Two-thirds of Palestinians wish Abbas would resign, but his contenders are also weak, afraid to state opposition while he’s in power and locked in fierce competition with each other.
Poll results have been consistent over six months and were affirmed Monday: two-thirds of Palestinians would like President Mahmoud Abbas to resign after a string of policy failures. Yet the Palestinian leader does not appear to be under palpable domestic or international pressure to step down.
The prospect of a chaotic succession battle might put off some Palestinians, while Abbas’ Western backers view him as a guarantor of relative stability in a region engulfed by conflict. Potential successors from Abbas’ Fatah party have not challenged him openly for fear of hurting their chances later.
They might also be deterred by anemic popular support for them, particularly if competing against a candidate from the Islamic militant group Hamas, Fatah’s main rival, said pollster Khalil Shikaki.
“Abbas is weak, but his contenders are weak, too,” Shikaki told reporters as he released his latest poll. The survey was based on responses from 1,270 Palestinians in the West Bank and Gaza, with an error margin of 3 percentage points.
Palestinian uprising leader Marwan Barghouti, who is serving multiple life sentences in an Israeli prison, is the only Fatah candidate who could defeat a Hamas rival, Shikaki said.
His findings come at a time of deep-rooted hopelessness among Palestinians who have seen their statehood dreams slip away.
Abbas, who turns 81 this week, is seen as distant from his people. He frequently travels abroad on diplomatic missions and — when in the West Bank — rarely ventures out of his compound in the city of Ramallah. Palestinian analyst Hani al-Masri said Abbas, backed into a corner, is increasingly intolerant of criticism.
Abbas “has failed to achieve any of his goals, particularly having an independent state, and he has no alternative,” said al-Masri. “Therefore, he tries to silence anyone who … expresses his or her view.”
Nabil Shaath, an Abbas aide, blamed the decline of political institutions on the political and geographic split of 2007, which paralyzed the parliament.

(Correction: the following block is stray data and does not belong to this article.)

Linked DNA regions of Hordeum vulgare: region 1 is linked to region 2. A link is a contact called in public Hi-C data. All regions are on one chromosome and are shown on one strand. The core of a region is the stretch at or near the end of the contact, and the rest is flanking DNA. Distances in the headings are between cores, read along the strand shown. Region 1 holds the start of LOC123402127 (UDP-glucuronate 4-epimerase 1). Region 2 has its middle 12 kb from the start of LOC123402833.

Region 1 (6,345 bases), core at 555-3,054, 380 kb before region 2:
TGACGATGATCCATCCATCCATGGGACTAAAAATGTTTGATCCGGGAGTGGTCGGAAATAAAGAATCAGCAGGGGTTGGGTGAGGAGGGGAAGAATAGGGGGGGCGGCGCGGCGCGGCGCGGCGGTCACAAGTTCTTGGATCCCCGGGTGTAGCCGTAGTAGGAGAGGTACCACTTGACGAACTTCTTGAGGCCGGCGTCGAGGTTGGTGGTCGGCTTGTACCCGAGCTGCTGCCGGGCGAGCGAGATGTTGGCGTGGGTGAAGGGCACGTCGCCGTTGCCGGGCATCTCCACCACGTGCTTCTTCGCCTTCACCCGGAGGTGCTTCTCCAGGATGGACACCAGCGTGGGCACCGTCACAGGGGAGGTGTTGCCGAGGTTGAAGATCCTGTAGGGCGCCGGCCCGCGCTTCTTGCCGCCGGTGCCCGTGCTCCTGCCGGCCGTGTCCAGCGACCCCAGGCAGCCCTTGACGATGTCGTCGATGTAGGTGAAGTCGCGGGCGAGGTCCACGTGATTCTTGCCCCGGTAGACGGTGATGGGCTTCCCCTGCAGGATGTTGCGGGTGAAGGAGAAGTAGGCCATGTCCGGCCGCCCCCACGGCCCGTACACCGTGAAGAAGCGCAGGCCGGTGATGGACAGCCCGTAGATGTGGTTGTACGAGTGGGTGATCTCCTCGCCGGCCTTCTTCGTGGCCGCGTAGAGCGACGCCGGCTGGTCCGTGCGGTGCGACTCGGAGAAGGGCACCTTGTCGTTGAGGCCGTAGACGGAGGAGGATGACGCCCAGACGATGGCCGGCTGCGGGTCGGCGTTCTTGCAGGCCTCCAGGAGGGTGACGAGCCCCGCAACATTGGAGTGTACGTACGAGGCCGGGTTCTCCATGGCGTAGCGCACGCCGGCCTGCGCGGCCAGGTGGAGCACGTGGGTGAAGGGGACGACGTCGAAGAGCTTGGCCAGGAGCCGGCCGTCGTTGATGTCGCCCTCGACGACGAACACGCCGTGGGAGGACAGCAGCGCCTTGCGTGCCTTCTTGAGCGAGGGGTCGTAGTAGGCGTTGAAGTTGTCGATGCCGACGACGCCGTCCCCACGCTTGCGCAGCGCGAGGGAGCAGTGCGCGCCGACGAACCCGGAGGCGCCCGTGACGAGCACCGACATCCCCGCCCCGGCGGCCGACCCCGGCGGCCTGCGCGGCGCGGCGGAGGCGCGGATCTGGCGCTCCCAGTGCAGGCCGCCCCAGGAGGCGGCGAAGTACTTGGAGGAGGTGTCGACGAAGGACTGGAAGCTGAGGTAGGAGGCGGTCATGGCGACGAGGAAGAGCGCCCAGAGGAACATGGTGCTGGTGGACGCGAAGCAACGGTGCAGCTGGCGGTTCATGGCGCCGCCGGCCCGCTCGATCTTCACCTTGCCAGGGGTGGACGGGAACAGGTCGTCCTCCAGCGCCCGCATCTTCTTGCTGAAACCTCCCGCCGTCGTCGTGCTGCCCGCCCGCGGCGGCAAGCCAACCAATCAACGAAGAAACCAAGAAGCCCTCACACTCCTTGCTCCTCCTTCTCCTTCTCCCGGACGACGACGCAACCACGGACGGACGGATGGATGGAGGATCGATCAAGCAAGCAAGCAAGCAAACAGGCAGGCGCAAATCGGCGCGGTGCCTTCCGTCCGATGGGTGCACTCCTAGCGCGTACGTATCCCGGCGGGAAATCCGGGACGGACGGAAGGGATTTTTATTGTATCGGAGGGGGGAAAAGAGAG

“We lost our democracy on the day we lost our unity,” he said. “We no longer have legislative and parliamentary oversight.”
New presidential and parliamentary elections are seemingly the most direct path to leadership change. However, Abbas and Hamas can’t agree on the terms for election, each blaming the other for the impasse.
In this stalemate, those seen as potential Abbas successors remain cautious.
Jibril Rajoub, a senior Fatah member, recently called for rebuilding the political system because the current one “does not respond to the aspirations of people.”
However, he shopped short of criticizing Abbas or saying how the system failed.
Two other politicians with ambitions to succeed Abbas spoke on condition of anonymity, for fear of repercussions and harming their political prospects.
Both said they expect Abbas to fight to keep his job for as long as possible. They said they would not challenge him while he is in power. The would-be challengers are also locked in a fierce competition with each other.
Two months ago, a member of Fatah’s top decision-making body, the Central Committee, proposed appointing five deputies to Abbas in the movement — presumably the group from which the eventual successor would one day be chosen.
Participants in the meetings said the proposal quickly faded because Fatah leaders couldn’t reach consensus on five names.